Migration and Gender Identity
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BeschreibungThroughout the Western world, governments increasingly view migration through the lens of economic efficiency, arguing that skilled professionals are the \'best\' or most successful migrants. This book critically analyses this assumption. It focuses on one group of skilled migrants in Australia, Chinese women, showing that they do not always experience the prevailing \'success story\'.
After migrating, Chinese women\'s employment falls while their domestic workloads rise. This often changes their sense of gender identity, as they shift from \'career women\' to traditional \'female\' roles as wives and mothers. Thus this book shows that migration is highly gendered. Of women in the workforce, those from China fare much worse than those from Hong Kong, despite similar levels of qualifications, showing that migrants\' birthplace can dramatically affect how their qualifications are valued.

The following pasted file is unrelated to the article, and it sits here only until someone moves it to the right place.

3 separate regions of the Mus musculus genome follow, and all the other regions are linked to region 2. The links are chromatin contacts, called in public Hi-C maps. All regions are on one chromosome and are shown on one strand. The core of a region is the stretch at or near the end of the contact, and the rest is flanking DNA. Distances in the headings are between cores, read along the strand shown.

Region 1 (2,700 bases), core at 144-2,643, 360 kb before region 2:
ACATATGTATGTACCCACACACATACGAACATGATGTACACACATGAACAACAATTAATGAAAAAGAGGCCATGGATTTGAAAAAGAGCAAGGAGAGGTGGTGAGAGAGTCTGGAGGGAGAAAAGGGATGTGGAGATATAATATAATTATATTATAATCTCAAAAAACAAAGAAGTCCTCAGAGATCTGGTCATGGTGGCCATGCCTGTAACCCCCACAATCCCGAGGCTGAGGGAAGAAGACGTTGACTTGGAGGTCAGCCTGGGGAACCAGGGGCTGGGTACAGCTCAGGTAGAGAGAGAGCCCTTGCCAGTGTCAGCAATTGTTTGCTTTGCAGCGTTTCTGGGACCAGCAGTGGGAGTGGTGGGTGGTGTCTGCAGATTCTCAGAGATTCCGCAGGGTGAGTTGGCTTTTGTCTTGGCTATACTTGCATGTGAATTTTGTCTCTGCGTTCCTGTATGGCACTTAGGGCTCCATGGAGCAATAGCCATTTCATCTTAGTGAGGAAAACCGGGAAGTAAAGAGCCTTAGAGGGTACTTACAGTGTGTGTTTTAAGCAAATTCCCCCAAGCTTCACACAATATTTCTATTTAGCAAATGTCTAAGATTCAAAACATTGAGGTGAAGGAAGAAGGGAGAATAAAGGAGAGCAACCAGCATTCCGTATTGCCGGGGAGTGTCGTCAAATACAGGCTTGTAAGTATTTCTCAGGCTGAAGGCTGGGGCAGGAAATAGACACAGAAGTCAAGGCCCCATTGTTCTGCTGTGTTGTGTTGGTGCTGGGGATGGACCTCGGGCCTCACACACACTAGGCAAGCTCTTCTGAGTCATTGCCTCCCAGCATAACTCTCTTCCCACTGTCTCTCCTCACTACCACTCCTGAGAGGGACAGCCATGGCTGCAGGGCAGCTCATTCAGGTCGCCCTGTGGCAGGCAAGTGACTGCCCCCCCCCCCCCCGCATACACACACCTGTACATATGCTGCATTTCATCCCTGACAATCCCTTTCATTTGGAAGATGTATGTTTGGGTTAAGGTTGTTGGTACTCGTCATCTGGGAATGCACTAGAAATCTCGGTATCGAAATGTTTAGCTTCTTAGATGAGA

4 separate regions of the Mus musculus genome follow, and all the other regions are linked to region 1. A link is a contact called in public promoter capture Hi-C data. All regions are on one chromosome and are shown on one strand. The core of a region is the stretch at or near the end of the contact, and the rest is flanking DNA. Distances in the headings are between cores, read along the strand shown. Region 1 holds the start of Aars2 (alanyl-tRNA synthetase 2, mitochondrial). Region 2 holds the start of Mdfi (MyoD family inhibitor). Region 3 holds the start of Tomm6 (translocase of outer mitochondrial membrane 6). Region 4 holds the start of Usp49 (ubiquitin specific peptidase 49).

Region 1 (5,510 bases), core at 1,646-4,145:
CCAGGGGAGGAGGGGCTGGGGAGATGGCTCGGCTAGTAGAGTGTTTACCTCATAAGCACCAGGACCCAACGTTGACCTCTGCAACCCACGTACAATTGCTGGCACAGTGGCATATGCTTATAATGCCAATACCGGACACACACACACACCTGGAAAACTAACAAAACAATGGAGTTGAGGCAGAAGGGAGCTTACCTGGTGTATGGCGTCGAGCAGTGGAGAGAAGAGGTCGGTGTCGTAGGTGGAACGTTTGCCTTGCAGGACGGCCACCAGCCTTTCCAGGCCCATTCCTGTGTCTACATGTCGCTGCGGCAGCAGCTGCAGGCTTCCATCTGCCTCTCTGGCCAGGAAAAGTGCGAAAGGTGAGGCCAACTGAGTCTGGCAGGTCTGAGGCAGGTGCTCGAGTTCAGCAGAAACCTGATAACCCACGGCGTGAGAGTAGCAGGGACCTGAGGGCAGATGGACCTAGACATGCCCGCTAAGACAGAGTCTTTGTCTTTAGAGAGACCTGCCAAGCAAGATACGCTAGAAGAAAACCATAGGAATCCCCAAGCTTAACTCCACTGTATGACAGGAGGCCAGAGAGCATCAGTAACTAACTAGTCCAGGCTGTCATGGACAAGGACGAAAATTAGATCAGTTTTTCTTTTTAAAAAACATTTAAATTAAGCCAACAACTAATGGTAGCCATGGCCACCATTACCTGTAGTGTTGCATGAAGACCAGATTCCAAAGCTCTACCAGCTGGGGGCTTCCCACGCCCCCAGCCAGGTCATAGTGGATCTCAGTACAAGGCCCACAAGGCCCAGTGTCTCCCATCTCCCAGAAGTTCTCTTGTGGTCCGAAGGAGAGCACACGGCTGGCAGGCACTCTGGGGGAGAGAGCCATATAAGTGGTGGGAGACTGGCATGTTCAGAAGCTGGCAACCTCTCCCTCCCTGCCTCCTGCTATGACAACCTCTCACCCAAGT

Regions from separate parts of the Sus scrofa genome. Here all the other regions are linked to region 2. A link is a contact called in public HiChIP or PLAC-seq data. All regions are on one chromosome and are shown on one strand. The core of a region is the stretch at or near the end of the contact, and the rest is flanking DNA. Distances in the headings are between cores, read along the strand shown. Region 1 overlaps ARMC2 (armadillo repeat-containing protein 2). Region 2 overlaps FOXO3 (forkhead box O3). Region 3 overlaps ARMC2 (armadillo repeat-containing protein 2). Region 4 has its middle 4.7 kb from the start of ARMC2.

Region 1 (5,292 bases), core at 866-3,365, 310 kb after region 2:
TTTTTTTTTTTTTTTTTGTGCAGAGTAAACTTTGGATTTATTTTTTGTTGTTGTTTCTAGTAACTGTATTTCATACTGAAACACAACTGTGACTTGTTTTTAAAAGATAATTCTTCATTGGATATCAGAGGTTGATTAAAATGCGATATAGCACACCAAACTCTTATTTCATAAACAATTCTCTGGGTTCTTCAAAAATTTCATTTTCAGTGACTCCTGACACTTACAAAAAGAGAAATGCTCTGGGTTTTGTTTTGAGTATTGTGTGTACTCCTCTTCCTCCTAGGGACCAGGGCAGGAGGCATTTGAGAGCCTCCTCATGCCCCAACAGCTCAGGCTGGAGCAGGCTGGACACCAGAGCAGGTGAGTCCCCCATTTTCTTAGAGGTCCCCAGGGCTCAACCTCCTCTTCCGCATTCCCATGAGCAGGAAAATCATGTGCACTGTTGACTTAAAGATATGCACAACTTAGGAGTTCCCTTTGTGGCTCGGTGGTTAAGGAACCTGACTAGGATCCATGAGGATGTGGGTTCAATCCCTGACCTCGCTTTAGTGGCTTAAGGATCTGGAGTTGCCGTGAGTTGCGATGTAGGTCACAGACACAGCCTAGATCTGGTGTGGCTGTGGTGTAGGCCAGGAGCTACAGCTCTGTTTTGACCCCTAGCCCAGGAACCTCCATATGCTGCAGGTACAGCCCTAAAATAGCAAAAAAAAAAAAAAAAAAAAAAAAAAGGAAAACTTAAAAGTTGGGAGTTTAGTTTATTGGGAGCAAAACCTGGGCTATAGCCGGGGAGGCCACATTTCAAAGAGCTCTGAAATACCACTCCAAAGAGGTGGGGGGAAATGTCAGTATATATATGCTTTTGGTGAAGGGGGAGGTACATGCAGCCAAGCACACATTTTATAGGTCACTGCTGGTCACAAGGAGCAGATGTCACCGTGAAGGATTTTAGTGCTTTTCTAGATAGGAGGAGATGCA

Ultimately, this book argues that governments\' economistic approach to migration fails to understand the complexities of migrants\' experiences as social beings, whose cultural and gender identities can make all the difference to their settlement in a new country.
PortraitChristina Ho is a lecturer in Social Inquiry at the University of Technology, Sydney. She completed her PhD in Political Economy at the University of Sydney. Her research areas are migration, ethnicity and gender, with a focus on migrant women\'s experiences.
Untertitel: Chinese Women\'s Experiences of Work, Family and Identity in Australia. Paperback. Sprache: Englisch.
Verlag: VDM Verlag
Erscheinungsdatum: Mai 2008
Seitenanzahl: 280 Seiten